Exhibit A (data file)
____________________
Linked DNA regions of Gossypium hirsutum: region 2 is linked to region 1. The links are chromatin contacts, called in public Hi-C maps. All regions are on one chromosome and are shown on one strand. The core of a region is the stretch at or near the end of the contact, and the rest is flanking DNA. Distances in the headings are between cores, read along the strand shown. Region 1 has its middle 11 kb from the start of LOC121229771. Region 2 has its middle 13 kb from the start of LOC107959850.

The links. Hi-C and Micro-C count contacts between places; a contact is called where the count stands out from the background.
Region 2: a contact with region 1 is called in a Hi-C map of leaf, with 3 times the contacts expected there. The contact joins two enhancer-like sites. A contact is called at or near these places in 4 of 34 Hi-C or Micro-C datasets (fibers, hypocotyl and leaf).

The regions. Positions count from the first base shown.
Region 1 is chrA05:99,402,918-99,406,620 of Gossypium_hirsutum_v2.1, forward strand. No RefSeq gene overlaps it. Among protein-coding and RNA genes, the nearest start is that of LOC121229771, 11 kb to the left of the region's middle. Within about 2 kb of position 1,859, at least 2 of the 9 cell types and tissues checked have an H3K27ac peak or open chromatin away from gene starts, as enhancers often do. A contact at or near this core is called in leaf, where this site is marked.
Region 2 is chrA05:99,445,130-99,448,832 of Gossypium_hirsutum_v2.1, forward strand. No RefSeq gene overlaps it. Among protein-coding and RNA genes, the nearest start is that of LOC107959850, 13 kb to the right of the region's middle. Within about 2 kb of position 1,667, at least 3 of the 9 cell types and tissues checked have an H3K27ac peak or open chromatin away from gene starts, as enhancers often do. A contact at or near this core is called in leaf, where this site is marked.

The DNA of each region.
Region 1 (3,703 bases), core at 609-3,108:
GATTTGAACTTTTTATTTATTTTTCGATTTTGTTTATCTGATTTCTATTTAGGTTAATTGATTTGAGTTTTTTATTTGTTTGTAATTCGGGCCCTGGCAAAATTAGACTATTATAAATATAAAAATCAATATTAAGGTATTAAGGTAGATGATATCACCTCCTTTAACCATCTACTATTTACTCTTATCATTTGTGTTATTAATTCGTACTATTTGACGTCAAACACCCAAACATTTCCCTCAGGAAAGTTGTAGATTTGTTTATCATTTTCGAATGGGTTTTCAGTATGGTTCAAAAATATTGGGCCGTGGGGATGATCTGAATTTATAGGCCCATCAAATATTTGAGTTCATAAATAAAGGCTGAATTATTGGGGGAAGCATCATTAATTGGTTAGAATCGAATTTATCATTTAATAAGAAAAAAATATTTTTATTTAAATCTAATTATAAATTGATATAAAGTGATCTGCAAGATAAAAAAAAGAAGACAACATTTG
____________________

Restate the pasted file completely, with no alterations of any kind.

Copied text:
Linked DNA regions of Gossypium hirsutum: region 2 is linked to region 1. The links are chromatin contacts, called in public Hi-C maps. All regions are on one chromosome and are shown on one strand. The core of a region is the stretch at or near the end of the contact, and the rest is flanking DNA. Distances in the headings are between cores, read along the strand shown. Region 1 has its middle 11 kb from the start of LOC121229771. Region 2 has its middle 13 kb from the start of LOC107959850.

The links. Hi-C and Micro-C count contacts between places; a contact is called where the count stands out from the background.
Region 2: a contact with region 1 is called in a Hi-C map of leaf, with 3 times the contacts expected there. The contact joins two enhancer-like sites. A contact is called at or near these places in 4 of 34 Hi-C or Micro-C datasets (fibers, hypocotyl and leaf).

The regions. Positions count from the first base shown.
Region 1 is chrA05:99,402,918-99,406,620 of Gossypium_hirsutum_v2.1, forward strand. No RefSeq gene overlaps it. Among protein-coding and RNA genes, the nearest start is that of LOC121229771, 11 kb to the left of the region's middle. Within about 2 kb of position 1,859, at least 2 of the 9 cell types and tissues checked have an H3K27ac peak or open chromatin away from gene starts, as enhancers often do. A contact at or near this core is called in leaf, where this site is marked.
Region 2 is chrA05:99,445,130-99,448,832 of Gossypium_hirsutum_v2.1, forward strand. No RefSeq gene overlaps it. Among protein-coding and RNA genes, the nearest start is that of LOC107959850, 13 kb to the right of the region's middle. Within about 2 kb of position 1,667, at least 3 of the 9 cell types and tissues checked have an H3K27ac peak or open chromatin away from gene starts, as enhancers often do. A contact at or near this core is called in leaf, where this site is marked.

The DNA of each region.
Region 1 (3,703 bases), core at 609-3,108:
GATTTGAACTTTTTATTTATTTTTCGATTTTGTTTATCTGATTTCTATTTAGGTTAATTGATTTGAGTTTTTTATTTGTTTGTAATTCGGGCCCTGGCAAAATTAGACTATTATAAATATAAAAATCAATATTAAGGTATTAAGGTAGATGATATCACCTCCTTTAACCATCTACTATTTACTCTTATCATTTGTGTTATTAATTCGTACTATTTGACGTCAAACACCCAAACATTTCCCTCAGGAAAGTTGTAGATTTGTTTATCATTTTCGAATGGGTTTTCAGTATGGTTCAAAAATATTGGGCCGTGGGGATGATCTGAATTTATAGGCCCATCAAATATTTGAGTTCATAAATAAAGGCTGAATTATTGGGGGAAGCATCATTAATTGGTTAGAATCGAATTTATCATTTAATAAGAAAAAAATATTTTTATTTAAATCTAATTATAAATTGATATAAAGTGATCTGCAAGATAAAAAAAAGAAGACAACATTTG